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Front Pharmacol. 2014 Jan 8;4:172. doi: 10.3389/fphar.2013.00172.

Convergence of dopamine and glutamate signaling onto striatal ERK activation in response to drugs of abuse.

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1
UMRS 952, INSERM, Physiopathologie des Maladies du Système Nerveux Central Paris, France ; UMR7224, CNRS, Physiopathologie des Maladies du Système Nerveux Central Paris, France ; University Pierre and Marie Curie-Paris 6 Paris, France.

Abstract

Despite their distinct targets, all addictive drugs commonly abused by humans evoke increases in dopamine (DA) concentration within the striatum. The main DA Guanine nucleotide binding protein couple receptors (GPCRs) expressed by medium-sized spiny neurons of the striatum are the D1R and D2R, which are positively and negatively coupled to cyclic adenosine monophosphate (cAMP)/protein kinase A (PKA) signaling, respectively. These two DA GPCRs are largely segregated into distinct neuronal populations, where they are co-expressed with glutamate receptors in dendritic spines. Direct and indirect interactions between DA GPCRs and glutamate receptors are the molecular basis by which DA modulates glutamate transmission and controls striatal plasticity and behavior induced by drugs of abuse. A major downstream target of striatal D1R is the extracellular signal-regulated kinase (ERK) kinase pathway. ERK activation by drugs of abuse behaves as a key integrator of D1R and glutamate NMDAR signaling. Once activated, ERK can trigger chromatin remodeling and induce gene expression that permits long-term cellular alterations and drug-induced morphological and behavioral changes. Besides the classical cAMP/PKA pathway, downstream of D1R, recent evidence implicates a cAMP-independent crosstalk mechanism by which the D1R potentiates NMDAR-mediated calcium influx and ERK activation. The mounting evidence of reciprocal modulation of DA and glutamate receptors adds further intricacy to striatal synaptic signaling and is liable to prove relevant for addictive drug-induced signaling, plasticity, and behavior. Herein, we review the evidence that built our understanding of the consequences of this synergistic signaling for the actions of drugs of abuse.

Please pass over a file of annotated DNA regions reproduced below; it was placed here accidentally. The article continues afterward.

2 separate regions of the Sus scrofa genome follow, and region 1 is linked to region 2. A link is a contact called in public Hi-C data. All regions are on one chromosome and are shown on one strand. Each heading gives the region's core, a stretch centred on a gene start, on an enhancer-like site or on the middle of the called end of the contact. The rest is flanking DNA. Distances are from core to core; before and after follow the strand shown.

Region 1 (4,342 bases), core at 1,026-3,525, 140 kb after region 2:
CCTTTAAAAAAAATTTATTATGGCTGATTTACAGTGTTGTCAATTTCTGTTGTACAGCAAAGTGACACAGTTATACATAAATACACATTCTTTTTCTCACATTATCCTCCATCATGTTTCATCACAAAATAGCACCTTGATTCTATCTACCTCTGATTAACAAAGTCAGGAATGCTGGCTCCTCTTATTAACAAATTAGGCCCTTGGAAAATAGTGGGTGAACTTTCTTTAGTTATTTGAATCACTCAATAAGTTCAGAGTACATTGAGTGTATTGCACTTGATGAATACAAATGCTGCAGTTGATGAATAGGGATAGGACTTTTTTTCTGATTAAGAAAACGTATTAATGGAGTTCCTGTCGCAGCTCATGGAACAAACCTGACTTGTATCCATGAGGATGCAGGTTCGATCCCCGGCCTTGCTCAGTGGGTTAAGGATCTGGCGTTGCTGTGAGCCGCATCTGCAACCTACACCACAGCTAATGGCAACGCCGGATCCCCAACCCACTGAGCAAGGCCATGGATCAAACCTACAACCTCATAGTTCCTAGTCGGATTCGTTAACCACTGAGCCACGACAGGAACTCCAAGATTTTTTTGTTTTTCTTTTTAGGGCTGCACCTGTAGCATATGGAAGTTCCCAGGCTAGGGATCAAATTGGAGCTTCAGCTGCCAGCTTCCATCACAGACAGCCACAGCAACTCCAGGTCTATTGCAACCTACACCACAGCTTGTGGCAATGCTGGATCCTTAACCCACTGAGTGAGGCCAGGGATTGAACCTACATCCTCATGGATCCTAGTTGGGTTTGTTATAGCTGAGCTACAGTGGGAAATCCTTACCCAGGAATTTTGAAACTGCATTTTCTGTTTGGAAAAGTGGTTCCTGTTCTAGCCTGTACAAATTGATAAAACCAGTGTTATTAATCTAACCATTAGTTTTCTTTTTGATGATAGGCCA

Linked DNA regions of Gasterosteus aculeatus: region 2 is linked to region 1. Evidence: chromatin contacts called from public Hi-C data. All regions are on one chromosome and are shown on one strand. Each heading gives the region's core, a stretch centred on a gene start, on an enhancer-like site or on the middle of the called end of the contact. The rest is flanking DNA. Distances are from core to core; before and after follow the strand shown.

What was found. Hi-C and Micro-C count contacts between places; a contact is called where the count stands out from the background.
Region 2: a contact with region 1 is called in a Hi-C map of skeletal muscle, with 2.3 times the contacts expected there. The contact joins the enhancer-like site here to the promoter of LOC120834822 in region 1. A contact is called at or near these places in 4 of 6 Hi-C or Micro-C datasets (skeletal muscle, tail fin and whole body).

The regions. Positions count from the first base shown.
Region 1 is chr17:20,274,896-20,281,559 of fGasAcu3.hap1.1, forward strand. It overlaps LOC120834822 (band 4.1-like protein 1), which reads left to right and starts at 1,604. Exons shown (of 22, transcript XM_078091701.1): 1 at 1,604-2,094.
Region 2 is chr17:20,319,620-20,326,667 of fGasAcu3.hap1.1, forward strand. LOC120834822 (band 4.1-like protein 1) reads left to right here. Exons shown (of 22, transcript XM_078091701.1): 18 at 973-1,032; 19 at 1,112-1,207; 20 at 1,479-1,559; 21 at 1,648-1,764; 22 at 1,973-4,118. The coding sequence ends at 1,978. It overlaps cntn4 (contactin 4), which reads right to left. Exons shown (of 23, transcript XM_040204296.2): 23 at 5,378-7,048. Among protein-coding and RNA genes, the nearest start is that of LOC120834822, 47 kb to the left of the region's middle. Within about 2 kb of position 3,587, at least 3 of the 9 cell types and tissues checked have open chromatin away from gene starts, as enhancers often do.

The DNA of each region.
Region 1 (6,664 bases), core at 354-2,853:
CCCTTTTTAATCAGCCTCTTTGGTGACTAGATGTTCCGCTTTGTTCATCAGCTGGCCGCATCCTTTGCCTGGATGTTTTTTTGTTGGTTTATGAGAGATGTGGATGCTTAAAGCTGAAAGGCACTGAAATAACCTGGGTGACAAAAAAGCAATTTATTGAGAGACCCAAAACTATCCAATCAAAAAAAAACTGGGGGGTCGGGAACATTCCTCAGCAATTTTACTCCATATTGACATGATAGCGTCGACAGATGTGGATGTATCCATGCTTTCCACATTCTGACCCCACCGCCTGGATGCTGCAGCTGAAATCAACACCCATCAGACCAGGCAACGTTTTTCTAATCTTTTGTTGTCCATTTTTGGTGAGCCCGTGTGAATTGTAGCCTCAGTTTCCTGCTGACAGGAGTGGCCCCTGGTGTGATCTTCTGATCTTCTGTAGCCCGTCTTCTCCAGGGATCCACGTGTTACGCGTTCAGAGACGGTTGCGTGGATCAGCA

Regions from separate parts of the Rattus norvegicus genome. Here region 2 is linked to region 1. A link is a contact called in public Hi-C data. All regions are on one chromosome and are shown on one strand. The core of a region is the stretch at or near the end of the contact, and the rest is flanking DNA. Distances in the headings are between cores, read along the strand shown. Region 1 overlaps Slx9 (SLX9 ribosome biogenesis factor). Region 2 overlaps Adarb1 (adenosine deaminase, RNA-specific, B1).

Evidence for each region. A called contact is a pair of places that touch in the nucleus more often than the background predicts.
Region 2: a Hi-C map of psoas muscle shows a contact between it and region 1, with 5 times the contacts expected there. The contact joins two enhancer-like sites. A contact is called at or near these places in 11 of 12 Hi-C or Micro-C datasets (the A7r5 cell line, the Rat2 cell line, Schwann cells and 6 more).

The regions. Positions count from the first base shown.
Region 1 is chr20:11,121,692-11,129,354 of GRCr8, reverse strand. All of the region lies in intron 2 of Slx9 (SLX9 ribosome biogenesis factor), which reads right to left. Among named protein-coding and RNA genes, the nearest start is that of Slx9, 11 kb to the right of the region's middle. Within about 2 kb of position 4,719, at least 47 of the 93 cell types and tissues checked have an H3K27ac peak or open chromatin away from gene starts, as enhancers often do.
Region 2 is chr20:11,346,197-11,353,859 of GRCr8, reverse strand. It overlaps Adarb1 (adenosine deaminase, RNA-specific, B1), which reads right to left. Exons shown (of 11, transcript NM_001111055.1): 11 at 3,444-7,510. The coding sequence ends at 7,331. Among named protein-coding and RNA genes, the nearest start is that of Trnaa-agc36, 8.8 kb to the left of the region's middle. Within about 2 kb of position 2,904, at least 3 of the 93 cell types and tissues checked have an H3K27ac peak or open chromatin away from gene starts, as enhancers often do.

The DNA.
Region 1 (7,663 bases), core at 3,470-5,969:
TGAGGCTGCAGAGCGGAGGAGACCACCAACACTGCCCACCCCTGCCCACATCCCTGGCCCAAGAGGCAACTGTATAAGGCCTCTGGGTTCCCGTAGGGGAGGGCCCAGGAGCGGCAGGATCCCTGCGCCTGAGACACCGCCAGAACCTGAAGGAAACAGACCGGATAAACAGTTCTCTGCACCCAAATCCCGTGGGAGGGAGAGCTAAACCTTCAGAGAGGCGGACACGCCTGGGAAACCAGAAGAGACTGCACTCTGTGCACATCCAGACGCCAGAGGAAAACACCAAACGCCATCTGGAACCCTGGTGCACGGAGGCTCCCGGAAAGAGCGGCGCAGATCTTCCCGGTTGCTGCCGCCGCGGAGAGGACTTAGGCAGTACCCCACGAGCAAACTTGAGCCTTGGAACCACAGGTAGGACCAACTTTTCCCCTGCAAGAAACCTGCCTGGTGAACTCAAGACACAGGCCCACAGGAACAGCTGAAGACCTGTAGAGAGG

KEYWORDS:

ERK; GPCR; addiction; crosstalk; dopamine; receptors; signaling; striatum

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